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Dennis Kennedy Looks Into the Future of Legal Technology

At the beginning of each year, I eagerly anticipate legal technology guru Dennis Kennedy's legal technology trends, but this year, he's really outdone himself. Kennedy has so many thoughts about seven technology trends for 2007, that he's thus far devoted two posts to the topic, here and here, with still more to come. In any event, here's what Kennedy has to say about Trends 1-4.

For Trend 1, Kennedy sees a reaction to Microsoft; not necessarily a backlash but definitely at least a re-evaluation of implementation of Microsoft products. In that regard, he notes these subtrends, where firms will focus on:   

(a) deciding whether and when to upgrade to new Microsoft versions, (b) investigating whether to move away from Microsoft environments, and (c) the growing role of free, Open Source and Web 2.0 services.

In particular, Kennedy anticipates that alternatives to Microsoft like Linux and Macs will actually start to penetrate the legal profession in 2007, albeit slow. Says Kennedy:

Frankly, the legal practice is a Microsoft world, and I don't expect to see that change dramatically in 2007, but given the complexity and potential costs of moving to new Microsoft versions, we will see greater attention on non-windows options. By the end of 2007, I would expect to see a noticeable increase in the number of lawyers using Mac notebooks.

And open source applications and Web 2.0 will also provide viable options to Microsoft and other more costly applications -- even Adobe Acrobat, the gold standard for lawyers for electronic documents. 

Trend 2 concerns electronic discovery, and here, Kennedy thinks that we've underestimated the long term impacts. He writes:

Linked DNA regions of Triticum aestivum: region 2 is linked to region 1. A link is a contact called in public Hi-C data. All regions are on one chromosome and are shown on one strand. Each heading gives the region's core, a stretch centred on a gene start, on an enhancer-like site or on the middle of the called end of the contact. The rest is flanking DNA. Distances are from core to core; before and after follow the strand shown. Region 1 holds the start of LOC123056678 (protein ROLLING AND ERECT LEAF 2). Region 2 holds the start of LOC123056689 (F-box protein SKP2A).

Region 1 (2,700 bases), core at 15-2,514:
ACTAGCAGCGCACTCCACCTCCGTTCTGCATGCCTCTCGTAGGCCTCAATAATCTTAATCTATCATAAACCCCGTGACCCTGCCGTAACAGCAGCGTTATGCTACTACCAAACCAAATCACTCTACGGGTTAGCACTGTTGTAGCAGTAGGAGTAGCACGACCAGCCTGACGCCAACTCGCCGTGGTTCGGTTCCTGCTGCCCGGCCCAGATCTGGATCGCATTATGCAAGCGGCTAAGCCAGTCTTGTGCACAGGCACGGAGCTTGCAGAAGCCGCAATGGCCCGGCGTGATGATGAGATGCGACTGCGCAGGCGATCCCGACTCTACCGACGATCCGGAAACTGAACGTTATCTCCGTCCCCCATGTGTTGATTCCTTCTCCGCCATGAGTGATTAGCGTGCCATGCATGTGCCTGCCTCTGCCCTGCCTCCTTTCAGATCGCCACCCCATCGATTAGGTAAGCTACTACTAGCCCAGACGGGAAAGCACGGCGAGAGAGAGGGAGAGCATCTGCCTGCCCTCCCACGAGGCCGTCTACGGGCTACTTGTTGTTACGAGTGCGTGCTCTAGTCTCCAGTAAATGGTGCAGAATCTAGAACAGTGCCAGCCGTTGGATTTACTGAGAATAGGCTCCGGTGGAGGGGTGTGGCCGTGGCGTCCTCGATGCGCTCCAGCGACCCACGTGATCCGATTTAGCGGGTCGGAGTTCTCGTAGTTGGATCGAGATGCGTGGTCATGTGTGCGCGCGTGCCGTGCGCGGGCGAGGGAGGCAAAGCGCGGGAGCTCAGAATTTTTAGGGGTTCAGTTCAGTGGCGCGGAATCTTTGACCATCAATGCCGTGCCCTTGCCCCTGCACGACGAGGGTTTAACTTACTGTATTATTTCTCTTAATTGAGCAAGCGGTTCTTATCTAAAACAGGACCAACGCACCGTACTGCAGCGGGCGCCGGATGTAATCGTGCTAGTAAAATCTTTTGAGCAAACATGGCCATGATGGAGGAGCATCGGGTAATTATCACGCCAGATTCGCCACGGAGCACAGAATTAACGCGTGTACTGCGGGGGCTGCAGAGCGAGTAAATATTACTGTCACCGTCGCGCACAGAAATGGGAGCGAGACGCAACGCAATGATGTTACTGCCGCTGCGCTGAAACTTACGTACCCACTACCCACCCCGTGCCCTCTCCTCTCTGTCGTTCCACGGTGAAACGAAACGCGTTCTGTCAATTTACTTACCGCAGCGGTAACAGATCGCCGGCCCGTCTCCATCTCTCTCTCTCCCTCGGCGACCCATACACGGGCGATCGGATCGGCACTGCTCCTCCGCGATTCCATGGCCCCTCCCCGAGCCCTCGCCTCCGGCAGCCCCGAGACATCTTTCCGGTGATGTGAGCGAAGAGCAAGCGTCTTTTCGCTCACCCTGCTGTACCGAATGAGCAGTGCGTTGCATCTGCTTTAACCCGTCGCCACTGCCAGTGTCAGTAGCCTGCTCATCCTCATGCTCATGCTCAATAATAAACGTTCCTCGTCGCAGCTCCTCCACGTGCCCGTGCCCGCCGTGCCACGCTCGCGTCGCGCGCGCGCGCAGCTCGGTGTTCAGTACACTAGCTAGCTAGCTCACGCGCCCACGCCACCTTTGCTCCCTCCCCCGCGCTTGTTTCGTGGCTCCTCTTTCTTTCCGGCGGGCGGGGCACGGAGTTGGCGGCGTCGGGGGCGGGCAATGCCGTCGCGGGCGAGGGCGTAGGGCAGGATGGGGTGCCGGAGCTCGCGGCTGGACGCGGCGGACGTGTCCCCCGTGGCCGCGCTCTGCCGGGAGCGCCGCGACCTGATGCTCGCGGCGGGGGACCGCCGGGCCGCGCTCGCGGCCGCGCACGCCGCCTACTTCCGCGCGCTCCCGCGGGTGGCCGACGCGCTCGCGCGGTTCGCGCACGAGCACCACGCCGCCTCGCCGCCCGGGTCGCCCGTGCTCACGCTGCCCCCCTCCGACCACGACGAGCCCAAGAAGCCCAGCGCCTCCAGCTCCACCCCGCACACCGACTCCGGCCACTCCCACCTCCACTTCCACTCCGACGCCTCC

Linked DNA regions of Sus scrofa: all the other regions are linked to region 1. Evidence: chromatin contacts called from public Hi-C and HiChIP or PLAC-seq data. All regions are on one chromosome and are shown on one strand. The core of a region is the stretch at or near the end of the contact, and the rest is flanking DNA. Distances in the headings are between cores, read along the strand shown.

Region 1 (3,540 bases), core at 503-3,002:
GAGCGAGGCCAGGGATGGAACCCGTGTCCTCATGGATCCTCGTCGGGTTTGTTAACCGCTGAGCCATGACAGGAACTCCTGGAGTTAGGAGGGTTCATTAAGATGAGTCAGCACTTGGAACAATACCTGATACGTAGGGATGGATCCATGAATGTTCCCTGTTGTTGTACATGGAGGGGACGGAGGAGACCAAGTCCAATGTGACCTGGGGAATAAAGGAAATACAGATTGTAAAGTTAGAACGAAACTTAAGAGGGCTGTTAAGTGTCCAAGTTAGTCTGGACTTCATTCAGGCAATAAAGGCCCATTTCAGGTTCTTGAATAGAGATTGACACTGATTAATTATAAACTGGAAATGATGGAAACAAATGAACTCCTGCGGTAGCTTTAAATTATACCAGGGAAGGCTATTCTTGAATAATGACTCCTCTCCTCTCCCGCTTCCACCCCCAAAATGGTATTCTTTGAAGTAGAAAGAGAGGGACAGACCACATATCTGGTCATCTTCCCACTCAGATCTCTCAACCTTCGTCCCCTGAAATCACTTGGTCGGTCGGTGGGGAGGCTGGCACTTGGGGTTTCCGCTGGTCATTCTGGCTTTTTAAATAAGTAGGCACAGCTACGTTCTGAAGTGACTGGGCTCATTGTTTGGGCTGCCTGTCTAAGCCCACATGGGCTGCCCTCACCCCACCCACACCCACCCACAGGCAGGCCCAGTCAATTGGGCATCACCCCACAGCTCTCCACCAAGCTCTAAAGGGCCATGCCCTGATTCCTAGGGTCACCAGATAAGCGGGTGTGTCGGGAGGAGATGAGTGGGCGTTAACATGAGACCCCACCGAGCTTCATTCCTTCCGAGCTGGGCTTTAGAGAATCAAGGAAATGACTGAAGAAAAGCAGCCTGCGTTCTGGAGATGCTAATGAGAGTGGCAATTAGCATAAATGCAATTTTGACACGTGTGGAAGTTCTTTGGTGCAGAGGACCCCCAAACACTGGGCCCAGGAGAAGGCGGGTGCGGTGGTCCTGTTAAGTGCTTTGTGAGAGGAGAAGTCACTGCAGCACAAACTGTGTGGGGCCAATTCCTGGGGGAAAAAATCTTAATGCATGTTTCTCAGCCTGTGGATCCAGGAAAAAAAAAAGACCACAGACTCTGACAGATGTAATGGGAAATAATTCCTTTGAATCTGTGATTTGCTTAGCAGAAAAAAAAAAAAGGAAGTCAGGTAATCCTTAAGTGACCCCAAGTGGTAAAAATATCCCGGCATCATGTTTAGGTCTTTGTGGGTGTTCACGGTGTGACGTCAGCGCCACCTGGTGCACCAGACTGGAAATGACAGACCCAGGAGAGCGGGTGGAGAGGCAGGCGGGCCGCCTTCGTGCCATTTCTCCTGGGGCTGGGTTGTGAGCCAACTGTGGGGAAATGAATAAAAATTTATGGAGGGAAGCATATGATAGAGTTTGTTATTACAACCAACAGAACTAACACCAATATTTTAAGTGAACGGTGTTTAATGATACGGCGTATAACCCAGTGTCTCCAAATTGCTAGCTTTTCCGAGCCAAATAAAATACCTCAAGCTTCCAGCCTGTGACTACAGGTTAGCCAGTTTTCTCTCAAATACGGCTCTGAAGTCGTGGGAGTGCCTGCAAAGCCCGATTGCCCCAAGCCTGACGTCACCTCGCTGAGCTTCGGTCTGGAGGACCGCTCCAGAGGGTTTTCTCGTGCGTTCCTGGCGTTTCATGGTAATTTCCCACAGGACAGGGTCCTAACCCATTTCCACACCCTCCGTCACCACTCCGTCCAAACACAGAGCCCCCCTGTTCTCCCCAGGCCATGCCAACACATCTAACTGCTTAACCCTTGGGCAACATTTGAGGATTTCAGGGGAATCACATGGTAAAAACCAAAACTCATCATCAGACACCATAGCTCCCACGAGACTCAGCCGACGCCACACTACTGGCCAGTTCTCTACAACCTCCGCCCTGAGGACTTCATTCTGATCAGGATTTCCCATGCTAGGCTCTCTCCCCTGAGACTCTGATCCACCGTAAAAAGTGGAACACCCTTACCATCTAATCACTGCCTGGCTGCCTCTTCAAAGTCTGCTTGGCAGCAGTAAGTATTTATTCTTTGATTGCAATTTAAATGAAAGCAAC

However, let me be clear that, as has been said before about the Internet, we overestimate the short-term impact of electronic discovery, but we greatly underestimate the long-term impact of electronic discovery. I’ve read recently complaints of attendees at the LegalTech New York show that 90% of the vendors called themselves e-discovery vendors, with the implication that EDD was being over-sold and over-hyped. There is a clear resistance from lawyers to electronic discovery and sometimes this attitude is manifested by referring to EDD as a fad or hype.

While, as I’ve said many times before, the concepts in electronic discovery are straight-forward and EDD should be seen as evolutionary rather than revolutionary, the details, the tools, the practical questions, and the application of law and rules to specific facts can be confusing, complicated and challenging. However, we are not going back to a world of paper-based discovery. The e-discovery ship has set sail, and the wishful thinking of resistant lawyers will not turn it back around.

Other issues for firms to consider with electronic discovery are: (a) basic EDD tools for small cases, (b) the growing role of litigation support managers, and (c) the availability of "big iron" tools for e-discovery.

In Trend 3, Kennedy expects that firms will start to bring technology decisions to the executive committees or to managing partners for decision. As for subtrends, which will pick up momentum on technology decision-making, these include:

(a) audits and efforts to find cost savings, (b) applying traditional business principles, and (c) refocusing on outsourcing.

Finally, Trend 4 describes Kennedy's predictions about security and disaster recovery, which Kennedy says that firms will finally start taking seriously:

In 2007, there is a growing realization that security and disaster recovery must be top priorities that require continuing attention, and that the two areas are inextricably related. While we cannot predict the future with certainly, there's little doubt that we will see some unexpected security and other disasters that will cause serious problems and be largely unexpected.

You need to read Kennedy's posts in their entirety, because they provide a great roadmap for what smart firms should be looking at with respect to technology in 2007.

Posted by Carolyn Elefant on February 9, 2007 at 06:05 PM | Permalink | Comments (4)


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